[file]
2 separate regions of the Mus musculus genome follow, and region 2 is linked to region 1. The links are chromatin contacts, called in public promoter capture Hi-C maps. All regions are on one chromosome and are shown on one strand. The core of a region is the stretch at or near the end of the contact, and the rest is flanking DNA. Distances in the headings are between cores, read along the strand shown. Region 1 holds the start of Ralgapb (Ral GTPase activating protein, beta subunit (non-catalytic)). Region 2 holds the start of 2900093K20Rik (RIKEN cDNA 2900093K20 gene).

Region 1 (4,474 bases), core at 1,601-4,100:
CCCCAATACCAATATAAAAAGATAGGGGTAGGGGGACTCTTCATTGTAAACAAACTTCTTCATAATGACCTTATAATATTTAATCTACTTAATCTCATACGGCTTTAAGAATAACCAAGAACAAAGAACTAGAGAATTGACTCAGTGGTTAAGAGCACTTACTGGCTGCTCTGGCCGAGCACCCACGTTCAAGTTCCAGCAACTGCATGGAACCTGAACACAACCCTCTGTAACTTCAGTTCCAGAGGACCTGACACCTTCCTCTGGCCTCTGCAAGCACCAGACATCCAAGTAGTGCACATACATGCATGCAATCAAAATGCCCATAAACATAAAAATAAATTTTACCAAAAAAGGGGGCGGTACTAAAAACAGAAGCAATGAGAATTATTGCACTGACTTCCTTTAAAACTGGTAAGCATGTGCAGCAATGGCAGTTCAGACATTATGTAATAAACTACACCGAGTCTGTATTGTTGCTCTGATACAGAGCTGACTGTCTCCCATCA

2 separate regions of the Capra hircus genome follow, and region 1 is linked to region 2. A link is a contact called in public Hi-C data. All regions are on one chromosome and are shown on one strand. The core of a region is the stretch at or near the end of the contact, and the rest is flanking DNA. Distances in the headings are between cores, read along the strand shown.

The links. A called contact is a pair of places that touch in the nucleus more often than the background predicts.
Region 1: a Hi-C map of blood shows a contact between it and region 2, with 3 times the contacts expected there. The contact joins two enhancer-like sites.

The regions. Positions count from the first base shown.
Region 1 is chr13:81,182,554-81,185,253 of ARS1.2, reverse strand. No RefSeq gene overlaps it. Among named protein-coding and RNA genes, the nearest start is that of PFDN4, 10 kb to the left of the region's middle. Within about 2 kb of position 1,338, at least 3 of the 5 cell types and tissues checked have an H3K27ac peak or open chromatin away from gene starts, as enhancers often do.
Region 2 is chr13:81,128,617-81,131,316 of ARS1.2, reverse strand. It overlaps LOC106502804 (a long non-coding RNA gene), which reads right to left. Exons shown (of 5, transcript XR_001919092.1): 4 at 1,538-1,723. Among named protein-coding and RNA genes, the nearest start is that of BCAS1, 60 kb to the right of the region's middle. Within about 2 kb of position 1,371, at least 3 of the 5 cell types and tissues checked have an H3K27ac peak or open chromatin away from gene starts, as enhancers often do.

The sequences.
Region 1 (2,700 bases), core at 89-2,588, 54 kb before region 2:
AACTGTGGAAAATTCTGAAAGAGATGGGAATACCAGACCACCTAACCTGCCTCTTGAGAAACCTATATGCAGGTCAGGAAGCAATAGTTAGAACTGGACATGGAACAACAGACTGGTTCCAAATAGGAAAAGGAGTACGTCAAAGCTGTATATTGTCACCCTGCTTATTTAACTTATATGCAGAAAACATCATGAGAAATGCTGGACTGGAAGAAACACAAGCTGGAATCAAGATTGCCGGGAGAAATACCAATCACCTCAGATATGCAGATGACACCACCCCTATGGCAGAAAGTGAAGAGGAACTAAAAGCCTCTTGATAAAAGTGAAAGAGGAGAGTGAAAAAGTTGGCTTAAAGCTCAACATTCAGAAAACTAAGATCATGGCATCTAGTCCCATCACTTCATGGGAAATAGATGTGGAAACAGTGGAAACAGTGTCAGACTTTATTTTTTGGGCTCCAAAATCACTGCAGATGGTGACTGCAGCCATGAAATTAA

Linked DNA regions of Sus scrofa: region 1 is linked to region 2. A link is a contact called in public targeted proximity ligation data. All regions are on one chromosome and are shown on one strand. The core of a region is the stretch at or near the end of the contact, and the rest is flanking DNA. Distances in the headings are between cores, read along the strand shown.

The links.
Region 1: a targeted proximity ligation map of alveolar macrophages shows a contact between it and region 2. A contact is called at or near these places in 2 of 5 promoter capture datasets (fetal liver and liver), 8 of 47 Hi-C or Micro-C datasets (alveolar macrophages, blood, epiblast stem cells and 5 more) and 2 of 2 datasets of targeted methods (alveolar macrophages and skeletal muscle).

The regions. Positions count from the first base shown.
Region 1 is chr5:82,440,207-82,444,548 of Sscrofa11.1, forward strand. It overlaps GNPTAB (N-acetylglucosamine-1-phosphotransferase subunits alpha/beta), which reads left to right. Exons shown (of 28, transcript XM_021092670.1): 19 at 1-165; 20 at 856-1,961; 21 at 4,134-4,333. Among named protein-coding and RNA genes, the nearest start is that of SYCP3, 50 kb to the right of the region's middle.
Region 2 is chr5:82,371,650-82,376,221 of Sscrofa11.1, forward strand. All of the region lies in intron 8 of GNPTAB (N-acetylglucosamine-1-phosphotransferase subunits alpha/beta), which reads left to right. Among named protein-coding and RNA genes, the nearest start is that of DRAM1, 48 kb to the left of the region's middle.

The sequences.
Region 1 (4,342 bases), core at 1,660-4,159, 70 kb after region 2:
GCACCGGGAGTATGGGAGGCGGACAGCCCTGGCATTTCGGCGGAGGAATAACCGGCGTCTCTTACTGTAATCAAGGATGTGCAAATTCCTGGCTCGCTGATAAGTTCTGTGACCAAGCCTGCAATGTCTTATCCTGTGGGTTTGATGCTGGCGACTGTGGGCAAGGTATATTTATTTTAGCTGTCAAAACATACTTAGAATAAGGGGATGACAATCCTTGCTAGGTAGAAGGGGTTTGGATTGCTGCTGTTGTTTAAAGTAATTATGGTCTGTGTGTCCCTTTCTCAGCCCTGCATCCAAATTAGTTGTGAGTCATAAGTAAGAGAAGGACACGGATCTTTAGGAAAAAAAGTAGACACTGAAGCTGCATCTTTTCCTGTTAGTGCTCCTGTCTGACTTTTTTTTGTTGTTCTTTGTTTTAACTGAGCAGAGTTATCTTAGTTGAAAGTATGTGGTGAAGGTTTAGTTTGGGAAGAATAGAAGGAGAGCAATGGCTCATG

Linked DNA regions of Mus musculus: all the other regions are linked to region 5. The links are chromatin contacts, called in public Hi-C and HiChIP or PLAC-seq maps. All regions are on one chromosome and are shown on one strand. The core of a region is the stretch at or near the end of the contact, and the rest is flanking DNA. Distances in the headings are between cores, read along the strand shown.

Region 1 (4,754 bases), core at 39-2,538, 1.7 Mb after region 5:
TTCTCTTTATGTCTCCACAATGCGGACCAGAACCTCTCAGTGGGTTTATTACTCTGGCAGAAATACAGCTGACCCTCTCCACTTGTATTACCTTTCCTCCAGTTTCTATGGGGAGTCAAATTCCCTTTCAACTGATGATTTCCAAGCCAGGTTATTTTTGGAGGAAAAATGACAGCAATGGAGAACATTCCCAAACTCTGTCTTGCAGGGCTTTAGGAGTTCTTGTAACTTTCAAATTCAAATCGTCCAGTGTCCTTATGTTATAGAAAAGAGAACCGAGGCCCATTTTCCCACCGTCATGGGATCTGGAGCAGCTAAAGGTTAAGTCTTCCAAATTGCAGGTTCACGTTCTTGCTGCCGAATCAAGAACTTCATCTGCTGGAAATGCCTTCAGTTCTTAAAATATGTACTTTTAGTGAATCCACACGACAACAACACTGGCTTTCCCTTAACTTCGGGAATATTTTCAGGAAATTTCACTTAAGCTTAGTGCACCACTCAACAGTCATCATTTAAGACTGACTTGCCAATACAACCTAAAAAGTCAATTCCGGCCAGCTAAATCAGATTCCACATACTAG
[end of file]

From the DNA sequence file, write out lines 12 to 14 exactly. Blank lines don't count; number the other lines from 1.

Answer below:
AACTGTGGAAAATTCTGAAAGAGATGGGAATACCAGACCACCTAACCTGCCTCTTGAGAAACCTATATGCAGGTCAGGAAGCAATAGTTAGAACTGGACATGGAACAACAGACTGGTTCCAAATAGGAAAAGGAGTACGTCAAAGCTGTATATTGTCACCCTGCTTATTTAACTTATATGCAGAAAACATCATGAGAAATGCTGGACTGGAAGAAACACAAGCTGGAATCAAGATTGCCGGGAGAAATACCAATCACCTCAGATATGCAGATGACACCACCCCTATGGCAGAAAGTGAAGAGGAACTAAAAGCCTCTTGATAAAAGTGAAAGAGGAGAGTGAAAAAGTTGGCTTAAAGCTCAACATTCAGAAAACTAAGATCATGGCATCTAGTCCCATCACTTCATGGGAAATAGATGTGGAAACAGTGGAAACAGTGTCAGACTTTATTTTTTGGGCTCCAAAATCACTGCAGATGGTGACTGCAGCCATGAAATTAA

Linked DNA regions of Sus scrofa: region 1 is linked to region 2. A link is a contact called in public targeted proximity ligation data. All regions are on one chromosome and are shown on one strand. The core of a region is the stretch at or near the end of the contact, and the rest is flanking DNA. Distances in the headings are between cores, read along the strand shown.

The links.